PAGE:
SSI Prevention and the Collaborative Model

Moi Lin Ling1

1Singapore General Hospital, Outram Road, Singapore 169608.
Email: ling.moi.lin@singhealth.com.sg

Surgical site infections (SSIs), as in other healthcare associated infections, require thoughtful but deliberate action to prevent. Although many prevention guidelines are readily available, the successful implementation of best practices is a daunting logistical task that is fraught with challenges related to the complex systems in the healthcare setting. Implementation strategies will need to be based on current knowledge of potentially effective interventions as well as an assessment of potential barriers to guideline adoption. The identification of barriers may subsequently lead to the development of tailored implementation strategies.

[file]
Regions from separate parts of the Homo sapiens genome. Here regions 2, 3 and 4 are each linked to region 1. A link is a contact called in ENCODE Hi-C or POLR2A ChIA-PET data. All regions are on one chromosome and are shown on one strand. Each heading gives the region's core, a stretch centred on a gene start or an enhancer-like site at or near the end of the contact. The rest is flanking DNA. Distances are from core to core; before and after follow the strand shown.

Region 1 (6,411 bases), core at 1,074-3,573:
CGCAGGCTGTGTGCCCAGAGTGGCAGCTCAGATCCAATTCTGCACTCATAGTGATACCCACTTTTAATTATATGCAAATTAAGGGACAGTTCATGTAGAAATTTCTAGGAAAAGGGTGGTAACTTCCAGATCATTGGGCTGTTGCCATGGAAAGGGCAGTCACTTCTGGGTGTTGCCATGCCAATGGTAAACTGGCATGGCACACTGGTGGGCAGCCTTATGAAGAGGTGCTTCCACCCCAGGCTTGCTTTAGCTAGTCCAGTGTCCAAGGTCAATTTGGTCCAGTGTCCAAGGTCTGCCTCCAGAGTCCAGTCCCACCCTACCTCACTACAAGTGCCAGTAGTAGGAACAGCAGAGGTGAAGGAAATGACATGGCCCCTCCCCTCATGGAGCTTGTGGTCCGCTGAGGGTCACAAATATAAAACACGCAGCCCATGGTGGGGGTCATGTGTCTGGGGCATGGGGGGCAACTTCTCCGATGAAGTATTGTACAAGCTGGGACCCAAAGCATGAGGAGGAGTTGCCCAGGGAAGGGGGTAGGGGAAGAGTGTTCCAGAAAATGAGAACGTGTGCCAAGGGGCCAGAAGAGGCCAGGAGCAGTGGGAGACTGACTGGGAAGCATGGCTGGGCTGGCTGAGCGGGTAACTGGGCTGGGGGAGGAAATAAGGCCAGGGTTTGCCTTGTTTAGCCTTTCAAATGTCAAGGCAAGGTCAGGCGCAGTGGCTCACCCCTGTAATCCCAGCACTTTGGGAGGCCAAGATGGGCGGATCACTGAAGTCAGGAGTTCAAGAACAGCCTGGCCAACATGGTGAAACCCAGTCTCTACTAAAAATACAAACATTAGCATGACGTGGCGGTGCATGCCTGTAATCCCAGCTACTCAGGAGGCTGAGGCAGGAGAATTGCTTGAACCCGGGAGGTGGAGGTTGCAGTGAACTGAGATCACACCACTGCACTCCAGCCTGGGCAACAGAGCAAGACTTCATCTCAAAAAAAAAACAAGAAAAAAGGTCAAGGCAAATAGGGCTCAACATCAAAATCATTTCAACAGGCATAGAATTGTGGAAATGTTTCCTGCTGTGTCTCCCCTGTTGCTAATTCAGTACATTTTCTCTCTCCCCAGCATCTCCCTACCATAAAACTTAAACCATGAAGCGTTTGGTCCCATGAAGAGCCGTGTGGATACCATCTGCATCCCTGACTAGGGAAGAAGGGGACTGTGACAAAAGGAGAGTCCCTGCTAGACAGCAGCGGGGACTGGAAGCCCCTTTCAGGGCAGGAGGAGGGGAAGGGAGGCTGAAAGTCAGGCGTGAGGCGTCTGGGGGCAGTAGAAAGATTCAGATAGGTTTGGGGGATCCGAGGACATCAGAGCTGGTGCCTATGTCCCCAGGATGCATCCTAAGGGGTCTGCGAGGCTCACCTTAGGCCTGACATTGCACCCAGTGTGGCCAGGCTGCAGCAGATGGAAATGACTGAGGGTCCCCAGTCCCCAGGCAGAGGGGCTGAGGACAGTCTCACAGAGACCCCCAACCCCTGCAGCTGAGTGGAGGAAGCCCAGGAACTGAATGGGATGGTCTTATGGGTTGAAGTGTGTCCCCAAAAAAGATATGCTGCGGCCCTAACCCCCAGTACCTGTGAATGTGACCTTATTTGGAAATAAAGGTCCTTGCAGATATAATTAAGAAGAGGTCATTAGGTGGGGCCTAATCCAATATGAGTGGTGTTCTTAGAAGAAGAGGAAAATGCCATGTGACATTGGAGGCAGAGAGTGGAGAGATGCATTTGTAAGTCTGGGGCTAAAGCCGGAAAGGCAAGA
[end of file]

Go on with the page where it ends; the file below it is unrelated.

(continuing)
A carefully crafted national campaign can accelerate the spread of evidence-based practices, as seen in the Joining Organizations IN Tackling SSIs (JOINTS) program in USA. This model is based on three principles: (1) the development of a quality improvement plan, (2) small-scale tests of change (“Plan-Do-Study-Act cycles”) to refine implementation approaches through iterative learning, and (3) reliance on multi-disciplinary implementation teams. Managing change can be a huge undertaking for low-resource countries. The Asia Pacific Society of Infection Control (APSIC) launched a collaborative in 2018 to help hospitals in the region implement the APSIC Guidelines for the prevention of SSIs. The projects in participating hospitals aim to achieve large scale spread of successful pilot improvement initiatives over 18 months. Early analysis has shown significant reduction in SSIs following the successful implementation hospital-wide of evidence-based SSI prevention practices in some of the participating hospitals. The system-wide buy-in fostered by including relevant stakeholders in the multidisciplinary team with the strong support of leadership, led to the successful implementation of best-practice guidelines.

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